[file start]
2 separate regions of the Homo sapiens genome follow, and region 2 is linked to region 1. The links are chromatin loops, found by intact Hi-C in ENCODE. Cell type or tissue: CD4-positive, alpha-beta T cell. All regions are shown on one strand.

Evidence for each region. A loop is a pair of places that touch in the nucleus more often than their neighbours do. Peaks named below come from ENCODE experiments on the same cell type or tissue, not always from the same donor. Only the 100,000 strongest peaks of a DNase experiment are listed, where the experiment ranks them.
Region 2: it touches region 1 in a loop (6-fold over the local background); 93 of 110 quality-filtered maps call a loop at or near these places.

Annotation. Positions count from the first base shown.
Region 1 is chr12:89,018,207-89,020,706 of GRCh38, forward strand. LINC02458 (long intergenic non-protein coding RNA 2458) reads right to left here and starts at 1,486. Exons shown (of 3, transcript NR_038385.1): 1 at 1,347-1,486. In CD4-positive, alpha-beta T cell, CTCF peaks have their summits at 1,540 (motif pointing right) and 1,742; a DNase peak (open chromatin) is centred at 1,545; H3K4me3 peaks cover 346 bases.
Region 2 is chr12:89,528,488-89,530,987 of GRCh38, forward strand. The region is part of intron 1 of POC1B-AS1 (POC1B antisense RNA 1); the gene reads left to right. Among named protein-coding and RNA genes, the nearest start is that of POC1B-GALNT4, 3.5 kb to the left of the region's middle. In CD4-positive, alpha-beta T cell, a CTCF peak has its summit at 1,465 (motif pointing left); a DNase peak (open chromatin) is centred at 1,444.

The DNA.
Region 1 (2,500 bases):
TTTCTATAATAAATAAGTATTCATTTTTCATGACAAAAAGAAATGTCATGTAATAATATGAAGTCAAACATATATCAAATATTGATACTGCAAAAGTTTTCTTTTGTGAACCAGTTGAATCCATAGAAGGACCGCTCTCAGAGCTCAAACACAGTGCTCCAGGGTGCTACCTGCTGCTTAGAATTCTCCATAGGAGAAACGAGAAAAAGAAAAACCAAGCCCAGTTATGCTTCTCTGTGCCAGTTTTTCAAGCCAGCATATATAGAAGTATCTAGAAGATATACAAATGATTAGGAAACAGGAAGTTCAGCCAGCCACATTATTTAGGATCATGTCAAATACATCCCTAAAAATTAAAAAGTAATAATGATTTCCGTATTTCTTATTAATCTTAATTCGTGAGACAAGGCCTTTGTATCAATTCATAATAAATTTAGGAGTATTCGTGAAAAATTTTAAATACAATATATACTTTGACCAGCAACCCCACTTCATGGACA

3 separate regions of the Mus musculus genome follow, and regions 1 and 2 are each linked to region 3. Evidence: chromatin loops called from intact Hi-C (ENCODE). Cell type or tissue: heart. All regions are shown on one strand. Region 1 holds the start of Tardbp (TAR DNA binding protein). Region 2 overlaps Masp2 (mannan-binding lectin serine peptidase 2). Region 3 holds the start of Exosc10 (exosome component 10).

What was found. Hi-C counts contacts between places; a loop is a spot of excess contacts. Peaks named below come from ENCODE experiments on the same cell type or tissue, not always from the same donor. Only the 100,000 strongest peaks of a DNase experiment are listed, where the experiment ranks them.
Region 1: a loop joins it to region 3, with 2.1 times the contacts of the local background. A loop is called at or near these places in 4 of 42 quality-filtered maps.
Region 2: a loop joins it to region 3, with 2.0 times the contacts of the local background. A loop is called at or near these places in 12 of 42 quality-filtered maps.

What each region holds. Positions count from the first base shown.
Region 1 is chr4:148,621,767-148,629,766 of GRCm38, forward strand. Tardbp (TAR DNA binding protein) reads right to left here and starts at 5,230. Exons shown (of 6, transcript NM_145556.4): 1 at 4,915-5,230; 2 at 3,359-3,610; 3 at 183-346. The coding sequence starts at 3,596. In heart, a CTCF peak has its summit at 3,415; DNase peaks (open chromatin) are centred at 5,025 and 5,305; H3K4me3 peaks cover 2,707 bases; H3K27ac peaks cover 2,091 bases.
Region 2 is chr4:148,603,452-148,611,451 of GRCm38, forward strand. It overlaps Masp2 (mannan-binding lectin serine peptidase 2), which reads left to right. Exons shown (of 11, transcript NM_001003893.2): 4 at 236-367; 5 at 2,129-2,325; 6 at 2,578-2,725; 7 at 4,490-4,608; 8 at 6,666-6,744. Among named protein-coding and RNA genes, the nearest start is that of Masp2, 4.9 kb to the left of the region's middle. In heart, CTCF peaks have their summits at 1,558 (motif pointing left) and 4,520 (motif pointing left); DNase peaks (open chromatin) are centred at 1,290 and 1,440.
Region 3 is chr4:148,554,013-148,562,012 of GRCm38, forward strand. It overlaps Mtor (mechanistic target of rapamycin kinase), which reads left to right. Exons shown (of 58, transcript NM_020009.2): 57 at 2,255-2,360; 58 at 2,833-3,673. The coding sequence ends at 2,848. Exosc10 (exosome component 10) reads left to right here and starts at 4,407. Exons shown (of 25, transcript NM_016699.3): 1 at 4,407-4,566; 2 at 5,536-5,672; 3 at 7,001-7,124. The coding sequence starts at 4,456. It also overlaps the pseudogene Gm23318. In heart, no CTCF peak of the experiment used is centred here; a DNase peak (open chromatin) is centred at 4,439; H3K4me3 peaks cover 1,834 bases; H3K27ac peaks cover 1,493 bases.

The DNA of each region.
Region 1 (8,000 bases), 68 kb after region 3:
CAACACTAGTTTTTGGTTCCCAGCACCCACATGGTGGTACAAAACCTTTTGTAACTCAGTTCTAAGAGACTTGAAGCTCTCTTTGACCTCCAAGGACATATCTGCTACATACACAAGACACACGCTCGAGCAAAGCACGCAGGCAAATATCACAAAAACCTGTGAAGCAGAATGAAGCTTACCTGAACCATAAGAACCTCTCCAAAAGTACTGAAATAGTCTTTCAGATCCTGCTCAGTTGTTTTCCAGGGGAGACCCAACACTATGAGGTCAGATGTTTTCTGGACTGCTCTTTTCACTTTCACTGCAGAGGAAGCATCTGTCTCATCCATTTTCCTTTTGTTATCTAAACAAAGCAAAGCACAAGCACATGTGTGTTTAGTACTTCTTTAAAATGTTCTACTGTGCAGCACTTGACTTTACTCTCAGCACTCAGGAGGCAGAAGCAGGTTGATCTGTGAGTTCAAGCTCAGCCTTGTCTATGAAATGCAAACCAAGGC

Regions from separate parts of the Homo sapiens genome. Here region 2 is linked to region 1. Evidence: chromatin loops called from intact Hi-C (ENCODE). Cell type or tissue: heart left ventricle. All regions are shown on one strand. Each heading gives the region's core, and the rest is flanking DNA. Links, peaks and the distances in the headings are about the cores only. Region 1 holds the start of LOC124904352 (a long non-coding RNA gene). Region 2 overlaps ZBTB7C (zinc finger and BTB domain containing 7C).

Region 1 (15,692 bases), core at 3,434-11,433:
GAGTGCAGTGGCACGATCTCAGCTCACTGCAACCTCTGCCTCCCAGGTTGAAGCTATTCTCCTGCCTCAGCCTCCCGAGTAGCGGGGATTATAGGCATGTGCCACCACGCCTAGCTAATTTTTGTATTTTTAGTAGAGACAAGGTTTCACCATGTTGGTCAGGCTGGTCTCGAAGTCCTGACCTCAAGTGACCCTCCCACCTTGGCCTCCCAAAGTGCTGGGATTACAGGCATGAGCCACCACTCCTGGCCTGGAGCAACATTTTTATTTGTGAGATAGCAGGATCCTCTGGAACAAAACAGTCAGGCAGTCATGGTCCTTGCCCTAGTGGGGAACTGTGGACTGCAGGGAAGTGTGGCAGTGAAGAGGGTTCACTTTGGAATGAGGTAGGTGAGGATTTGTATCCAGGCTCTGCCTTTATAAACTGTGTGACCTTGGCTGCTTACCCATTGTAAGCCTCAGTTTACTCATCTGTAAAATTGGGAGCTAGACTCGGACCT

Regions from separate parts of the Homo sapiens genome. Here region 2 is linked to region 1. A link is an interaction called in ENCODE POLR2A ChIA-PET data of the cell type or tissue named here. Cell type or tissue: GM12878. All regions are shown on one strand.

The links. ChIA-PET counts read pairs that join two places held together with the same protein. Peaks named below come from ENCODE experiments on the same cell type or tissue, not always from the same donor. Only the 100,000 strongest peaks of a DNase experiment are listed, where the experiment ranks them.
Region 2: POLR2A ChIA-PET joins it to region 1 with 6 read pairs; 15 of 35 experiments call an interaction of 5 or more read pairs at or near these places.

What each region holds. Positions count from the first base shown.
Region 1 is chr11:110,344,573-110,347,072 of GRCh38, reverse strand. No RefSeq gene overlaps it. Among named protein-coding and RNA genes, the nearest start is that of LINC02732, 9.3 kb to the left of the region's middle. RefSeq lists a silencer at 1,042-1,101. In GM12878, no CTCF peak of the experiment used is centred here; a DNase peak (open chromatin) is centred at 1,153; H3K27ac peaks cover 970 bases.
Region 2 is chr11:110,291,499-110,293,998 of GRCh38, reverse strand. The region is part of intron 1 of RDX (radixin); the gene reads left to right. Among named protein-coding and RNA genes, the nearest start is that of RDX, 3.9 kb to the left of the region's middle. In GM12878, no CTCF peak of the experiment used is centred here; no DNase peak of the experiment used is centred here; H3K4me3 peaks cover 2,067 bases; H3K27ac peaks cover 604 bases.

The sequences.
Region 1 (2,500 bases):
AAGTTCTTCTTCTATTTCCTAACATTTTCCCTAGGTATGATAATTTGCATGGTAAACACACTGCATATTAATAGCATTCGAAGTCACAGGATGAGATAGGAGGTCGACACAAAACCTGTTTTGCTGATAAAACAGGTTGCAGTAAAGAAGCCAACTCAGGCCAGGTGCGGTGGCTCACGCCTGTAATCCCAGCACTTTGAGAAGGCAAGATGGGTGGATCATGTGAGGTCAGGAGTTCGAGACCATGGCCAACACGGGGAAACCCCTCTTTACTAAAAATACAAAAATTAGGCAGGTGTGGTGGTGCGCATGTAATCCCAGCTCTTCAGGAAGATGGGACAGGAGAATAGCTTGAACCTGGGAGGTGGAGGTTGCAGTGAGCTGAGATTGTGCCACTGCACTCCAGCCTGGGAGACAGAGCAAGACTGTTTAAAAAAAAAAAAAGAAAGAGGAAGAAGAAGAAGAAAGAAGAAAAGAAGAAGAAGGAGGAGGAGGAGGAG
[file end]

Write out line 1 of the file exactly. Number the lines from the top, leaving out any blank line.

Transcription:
2 separate regions of the Homo sapiens genome follow, and region 2 is linked to region 1. The links are chromatin loops, found by intact Hi-C in ENCODE. Cell type or tissue: CD4-positive, alpha-beta T cell. All regions are shown on one strand.